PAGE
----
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The Dr. Fox Effect

February 17, 2011

In the 1970’s an experiment was conducted to to deter­mine how would a med­ical audience full of highly edu­cated and clas­si­cally trained sci­en­tists and med­ical personnel respond to a lec­ture that was com­pletely devoid of con­tent, yet deliv­ered with authority by a con­vinc­ing phony. An actor was hired and delivered a fancy speech full of mean­ing­less cliches, and even down­right contradictions. The audi­ences of fifty-five psy­chi­a­trists, psy­chol­o­gists, edu­ca­tors, grad­u­ate stu­dents, and other profes­sion­als pro­duced over­whelm­ingly positive evaluations of the fake doctor, Dr. Fox.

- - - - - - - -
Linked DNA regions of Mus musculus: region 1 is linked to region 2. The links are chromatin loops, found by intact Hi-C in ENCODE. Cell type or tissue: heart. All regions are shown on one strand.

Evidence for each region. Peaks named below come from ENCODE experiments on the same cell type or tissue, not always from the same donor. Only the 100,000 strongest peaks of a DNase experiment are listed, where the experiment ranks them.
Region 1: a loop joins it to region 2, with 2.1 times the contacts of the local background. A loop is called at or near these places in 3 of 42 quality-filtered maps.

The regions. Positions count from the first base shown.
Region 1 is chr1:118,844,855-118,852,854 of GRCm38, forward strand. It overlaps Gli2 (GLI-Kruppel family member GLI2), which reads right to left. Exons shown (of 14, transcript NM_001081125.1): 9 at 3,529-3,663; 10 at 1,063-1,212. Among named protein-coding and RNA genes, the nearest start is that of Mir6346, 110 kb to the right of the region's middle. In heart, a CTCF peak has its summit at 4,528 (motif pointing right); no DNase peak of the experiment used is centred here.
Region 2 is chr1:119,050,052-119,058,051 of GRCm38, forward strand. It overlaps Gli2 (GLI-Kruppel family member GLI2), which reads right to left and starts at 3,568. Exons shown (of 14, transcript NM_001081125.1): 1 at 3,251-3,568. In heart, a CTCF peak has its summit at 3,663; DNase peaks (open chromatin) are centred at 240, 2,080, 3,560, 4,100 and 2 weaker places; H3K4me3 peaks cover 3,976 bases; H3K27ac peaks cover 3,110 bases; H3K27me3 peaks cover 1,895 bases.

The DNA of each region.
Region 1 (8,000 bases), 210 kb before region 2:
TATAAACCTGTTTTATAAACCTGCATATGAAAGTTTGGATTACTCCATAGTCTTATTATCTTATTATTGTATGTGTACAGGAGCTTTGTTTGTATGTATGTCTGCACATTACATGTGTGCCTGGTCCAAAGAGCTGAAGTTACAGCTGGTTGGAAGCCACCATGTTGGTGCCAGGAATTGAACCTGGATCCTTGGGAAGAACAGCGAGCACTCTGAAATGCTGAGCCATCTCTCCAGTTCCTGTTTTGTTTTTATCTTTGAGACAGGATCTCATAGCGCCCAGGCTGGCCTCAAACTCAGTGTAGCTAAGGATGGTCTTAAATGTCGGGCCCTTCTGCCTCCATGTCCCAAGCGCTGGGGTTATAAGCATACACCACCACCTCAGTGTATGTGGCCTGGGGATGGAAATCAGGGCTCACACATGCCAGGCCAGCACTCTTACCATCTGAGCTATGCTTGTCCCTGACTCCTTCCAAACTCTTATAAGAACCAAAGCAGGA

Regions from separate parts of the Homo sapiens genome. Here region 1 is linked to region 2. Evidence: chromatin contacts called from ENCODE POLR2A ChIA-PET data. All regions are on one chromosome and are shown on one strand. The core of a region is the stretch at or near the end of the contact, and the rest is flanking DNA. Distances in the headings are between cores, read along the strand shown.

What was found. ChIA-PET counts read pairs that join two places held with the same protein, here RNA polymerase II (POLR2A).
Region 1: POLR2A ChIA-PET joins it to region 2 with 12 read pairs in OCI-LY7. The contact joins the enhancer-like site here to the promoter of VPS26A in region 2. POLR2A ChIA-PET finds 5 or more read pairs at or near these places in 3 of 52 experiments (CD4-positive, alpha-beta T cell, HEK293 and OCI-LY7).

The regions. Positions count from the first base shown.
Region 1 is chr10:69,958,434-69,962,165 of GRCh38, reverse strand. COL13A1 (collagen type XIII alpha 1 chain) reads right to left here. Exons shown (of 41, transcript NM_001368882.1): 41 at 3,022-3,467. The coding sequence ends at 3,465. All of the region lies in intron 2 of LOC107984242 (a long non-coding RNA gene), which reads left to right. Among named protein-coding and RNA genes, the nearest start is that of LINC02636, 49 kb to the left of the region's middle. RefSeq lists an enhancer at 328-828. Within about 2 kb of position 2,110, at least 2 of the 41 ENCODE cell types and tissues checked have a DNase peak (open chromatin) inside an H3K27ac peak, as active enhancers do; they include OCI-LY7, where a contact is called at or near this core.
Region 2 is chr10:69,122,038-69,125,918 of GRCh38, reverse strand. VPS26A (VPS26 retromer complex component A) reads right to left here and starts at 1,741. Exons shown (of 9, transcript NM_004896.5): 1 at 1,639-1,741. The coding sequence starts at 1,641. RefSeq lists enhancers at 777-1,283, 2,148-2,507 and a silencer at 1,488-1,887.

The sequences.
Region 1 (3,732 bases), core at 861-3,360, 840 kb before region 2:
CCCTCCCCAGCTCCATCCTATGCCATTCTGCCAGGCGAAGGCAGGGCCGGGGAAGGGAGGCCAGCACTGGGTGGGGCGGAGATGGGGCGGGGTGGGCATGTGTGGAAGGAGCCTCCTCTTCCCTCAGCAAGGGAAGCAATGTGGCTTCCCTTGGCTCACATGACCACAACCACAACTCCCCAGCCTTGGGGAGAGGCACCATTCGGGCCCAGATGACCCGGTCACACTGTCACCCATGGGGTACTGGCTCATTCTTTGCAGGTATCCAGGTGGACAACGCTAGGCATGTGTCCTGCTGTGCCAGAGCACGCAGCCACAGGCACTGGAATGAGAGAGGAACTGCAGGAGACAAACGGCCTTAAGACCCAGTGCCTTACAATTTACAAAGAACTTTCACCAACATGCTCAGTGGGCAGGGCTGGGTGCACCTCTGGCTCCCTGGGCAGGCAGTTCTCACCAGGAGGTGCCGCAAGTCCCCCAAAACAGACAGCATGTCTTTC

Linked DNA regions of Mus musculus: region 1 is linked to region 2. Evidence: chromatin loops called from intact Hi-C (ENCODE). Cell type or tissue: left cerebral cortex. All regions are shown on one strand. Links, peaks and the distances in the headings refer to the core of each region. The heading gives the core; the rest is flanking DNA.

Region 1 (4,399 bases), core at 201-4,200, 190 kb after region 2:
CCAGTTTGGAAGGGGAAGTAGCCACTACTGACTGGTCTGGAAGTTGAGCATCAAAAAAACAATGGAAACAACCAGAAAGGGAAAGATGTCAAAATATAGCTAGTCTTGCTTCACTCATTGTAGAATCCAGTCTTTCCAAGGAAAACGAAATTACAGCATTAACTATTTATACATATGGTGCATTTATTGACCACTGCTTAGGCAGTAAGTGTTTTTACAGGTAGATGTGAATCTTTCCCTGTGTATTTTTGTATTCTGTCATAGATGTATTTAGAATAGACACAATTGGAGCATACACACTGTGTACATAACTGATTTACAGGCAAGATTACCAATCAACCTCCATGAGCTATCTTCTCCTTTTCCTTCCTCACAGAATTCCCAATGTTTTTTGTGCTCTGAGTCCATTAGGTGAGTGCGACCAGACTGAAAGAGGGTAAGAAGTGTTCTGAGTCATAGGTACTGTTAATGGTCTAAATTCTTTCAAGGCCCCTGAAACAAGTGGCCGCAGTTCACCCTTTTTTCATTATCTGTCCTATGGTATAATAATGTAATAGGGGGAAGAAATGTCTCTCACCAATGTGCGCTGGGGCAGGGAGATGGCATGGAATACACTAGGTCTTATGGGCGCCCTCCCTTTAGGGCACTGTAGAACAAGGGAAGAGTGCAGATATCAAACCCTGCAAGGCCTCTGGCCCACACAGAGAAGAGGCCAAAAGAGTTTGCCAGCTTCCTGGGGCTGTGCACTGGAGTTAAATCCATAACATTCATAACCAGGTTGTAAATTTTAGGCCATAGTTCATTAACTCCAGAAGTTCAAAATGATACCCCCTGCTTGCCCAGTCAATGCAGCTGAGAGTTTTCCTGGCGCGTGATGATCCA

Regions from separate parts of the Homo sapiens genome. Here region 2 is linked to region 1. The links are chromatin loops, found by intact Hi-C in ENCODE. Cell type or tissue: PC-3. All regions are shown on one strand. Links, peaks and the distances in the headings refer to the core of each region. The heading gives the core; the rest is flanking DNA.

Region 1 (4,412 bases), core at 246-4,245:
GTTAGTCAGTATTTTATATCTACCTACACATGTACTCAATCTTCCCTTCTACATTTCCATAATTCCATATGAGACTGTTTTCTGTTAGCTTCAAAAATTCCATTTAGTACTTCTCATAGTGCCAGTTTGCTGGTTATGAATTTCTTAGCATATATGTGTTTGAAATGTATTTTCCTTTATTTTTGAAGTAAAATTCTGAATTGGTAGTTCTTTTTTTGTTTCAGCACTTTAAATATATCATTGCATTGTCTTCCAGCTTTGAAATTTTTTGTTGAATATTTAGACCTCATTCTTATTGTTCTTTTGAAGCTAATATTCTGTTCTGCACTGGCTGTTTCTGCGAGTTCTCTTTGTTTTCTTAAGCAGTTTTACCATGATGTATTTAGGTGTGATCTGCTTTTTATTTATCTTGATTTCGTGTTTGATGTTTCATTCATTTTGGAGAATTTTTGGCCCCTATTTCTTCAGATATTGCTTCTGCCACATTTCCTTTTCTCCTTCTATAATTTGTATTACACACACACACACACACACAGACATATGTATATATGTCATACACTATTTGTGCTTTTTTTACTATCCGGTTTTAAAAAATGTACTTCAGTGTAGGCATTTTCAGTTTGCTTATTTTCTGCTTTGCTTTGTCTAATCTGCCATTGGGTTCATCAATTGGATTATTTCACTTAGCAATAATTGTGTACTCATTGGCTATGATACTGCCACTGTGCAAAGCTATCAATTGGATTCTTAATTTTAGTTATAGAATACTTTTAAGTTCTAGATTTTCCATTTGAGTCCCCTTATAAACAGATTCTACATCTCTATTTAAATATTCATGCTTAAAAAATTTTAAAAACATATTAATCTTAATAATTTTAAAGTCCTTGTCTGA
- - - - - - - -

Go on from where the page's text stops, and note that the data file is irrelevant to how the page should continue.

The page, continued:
Attorney McShane then asks, if a group of scientists and experts can be so easily fooled then what can we say about a judge or jury of average people who have no scientific expertise? Read more in his blog post: The need to remain a forensic science skeptic: Apparent knowledge doesn’t equate actual knowledge.

Please visit Attorney McShane’s blog to learn The Truth about Forensic Science

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